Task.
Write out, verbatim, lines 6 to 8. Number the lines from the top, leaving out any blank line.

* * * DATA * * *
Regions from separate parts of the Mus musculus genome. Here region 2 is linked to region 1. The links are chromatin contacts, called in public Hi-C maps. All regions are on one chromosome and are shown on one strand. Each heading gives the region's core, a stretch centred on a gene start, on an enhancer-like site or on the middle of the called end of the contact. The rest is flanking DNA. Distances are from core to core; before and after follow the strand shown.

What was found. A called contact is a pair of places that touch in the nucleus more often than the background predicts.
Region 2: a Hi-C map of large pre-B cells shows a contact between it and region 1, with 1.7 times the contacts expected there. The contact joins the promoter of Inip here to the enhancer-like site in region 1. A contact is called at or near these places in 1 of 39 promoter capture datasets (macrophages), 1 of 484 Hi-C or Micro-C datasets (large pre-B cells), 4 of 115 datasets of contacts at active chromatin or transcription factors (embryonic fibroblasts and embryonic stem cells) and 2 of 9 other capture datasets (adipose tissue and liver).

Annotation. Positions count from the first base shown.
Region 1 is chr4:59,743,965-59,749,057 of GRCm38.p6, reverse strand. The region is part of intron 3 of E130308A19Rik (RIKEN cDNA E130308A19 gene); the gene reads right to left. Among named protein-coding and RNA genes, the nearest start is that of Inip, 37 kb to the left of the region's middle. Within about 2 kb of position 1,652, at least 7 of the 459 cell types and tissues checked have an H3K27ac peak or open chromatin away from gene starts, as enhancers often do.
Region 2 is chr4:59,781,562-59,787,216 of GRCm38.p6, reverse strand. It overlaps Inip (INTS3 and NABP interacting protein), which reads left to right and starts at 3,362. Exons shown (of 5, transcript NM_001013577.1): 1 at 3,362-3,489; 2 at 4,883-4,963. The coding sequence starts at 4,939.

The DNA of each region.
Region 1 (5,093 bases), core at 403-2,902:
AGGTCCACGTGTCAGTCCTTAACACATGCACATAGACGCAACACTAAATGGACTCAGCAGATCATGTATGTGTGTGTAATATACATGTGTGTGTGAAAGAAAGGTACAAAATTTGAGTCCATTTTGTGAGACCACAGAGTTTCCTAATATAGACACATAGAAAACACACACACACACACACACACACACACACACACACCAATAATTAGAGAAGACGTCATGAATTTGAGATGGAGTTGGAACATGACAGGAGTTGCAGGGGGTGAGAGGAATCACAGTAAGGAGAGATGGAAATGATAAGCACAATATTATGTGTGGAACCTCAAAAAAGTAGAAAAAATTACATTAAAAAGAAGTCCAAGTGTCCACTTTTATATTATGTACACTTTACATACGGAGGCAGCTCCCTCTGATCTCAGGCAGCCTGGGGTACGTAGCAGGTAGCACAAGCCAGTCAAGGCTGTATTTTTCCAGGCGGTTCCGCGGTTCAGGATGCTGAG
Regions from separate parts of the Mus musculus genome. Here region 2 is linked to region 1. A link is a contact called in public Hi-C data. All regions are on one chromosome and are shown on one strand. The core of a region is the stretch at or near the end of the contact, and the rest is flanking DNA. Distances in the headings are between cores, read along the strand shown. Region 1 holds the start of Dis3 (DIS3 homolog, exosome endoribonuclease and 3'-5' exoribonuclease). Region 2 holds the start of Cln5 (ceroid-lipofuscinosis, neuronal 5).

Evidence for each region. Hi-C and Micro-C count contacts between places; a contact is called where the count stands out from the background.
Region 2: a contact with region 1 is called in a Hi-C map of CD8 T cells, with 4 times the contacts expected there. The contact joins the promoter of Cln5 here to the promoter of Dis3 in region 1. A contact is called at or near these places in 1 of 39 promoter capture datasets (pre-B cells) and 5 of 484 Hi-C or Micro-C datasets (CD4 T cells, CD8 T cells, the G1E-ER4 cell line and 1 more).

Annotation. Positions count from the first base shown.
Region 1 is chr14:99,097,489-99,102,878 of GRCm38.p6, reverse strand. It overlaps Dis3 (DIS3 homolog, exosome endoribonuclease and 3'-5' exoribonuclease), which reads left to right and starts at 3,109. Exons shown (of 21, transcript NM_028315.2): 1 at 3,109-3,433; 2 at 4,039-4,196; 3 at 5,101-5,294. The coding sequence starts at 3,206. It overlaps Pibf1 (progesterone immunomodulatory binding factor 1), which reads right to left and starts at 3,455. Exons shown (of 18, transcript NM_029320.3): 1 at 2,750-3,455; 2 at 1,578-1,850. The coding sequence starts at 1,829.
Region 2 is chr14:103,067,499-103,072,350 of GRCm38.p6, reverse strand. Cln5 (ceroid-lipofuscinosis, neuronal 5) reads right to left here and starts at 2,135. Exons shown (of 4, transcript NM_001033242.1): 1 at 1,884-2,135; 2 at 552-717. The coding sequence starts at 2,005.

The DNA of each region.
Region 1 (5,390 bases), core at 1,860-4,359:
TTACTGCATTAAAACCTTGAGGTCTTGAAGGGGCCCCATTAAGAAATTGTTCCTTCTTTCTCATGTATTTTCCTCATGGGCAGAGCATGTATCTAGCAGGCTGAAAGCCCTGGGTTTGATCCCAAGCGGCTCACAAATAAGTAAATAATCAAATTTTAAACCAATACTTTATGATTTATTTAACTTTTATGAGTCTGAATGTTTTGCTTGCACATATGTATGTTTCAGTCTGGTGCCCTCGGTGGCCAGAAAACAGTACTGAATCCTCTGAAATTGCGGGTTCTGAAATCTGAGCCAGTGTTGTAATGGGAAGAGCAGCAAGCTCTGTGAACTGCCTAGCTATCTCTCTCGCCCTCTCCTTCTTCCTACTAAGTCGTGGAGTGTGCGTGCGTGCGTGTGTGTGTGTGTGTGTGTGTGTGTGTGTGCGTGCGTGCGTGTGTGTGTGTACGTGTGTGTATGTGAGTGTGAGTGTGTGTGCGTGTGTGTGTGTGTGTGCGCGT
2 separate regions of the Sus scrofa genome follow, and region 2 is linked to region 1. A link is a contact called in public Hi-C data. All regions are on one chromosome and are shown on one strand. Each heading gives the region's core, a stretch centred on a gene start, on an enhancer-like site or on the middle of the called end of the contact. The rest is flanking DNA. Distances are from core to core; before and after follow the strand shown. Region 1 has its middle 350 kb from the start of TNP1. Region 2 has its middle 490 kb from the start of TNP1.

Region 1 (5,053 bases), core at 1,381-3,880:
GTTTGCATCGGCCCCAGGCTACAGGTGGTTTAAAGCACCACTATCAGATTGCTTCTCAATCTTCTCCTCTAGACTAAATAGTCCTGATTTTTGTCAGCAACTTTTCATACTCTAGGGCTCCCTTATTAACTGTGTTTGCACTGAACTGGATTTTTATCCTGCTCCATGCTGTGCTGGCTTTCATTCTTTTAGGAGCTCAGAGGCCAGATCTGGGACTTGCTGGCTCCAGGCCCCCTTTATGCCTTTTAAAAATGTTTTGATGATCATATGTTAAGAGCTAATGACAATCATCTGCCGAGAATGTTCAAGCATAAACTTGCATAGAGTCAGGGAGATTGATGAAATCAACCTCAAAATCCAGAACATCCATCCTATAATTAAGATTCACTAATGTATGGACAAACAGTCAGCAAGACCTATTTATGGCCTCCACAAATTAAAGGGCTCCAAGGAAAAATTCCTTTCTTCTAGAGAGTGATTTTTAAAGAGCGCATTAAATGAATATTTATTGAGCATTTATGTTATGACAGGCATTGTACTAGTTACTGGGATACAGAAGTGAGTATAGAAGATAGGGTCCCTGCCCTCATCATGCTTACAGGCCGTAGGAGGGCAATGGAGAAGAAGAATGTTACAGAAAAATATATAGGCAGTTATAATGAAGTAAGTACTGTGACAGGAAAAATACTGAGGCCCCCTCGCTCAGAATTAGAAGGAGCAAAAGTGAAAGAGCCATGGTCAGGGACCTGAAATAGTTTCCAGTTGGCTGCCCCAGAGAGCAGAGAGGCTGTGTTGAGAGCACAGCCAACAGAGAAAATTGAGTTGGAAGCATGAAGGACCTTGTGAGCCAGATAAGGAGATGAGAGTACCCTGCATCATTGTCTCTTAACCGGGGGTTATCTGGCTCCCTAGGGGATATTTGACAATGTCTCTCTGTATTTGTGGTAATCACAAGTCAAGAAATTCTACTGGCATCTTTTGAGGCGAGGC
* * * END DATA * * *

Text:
Region 2 is chr4:59,781,562-59,787,216 of GRCm38.p6, reverse strand. It overlaps Inip (INTS3 and NABP interacting protein), which reads left to right and starts at 3,362. Exons shown (of 5, transcript NM_001013577.1): 1 at 3,362-3,489; 2 at 4,883-4,963. The coding sequence starts at 4,939.

The DNA of each region.
Region 1 (5,093 bases), core at 403-2,902: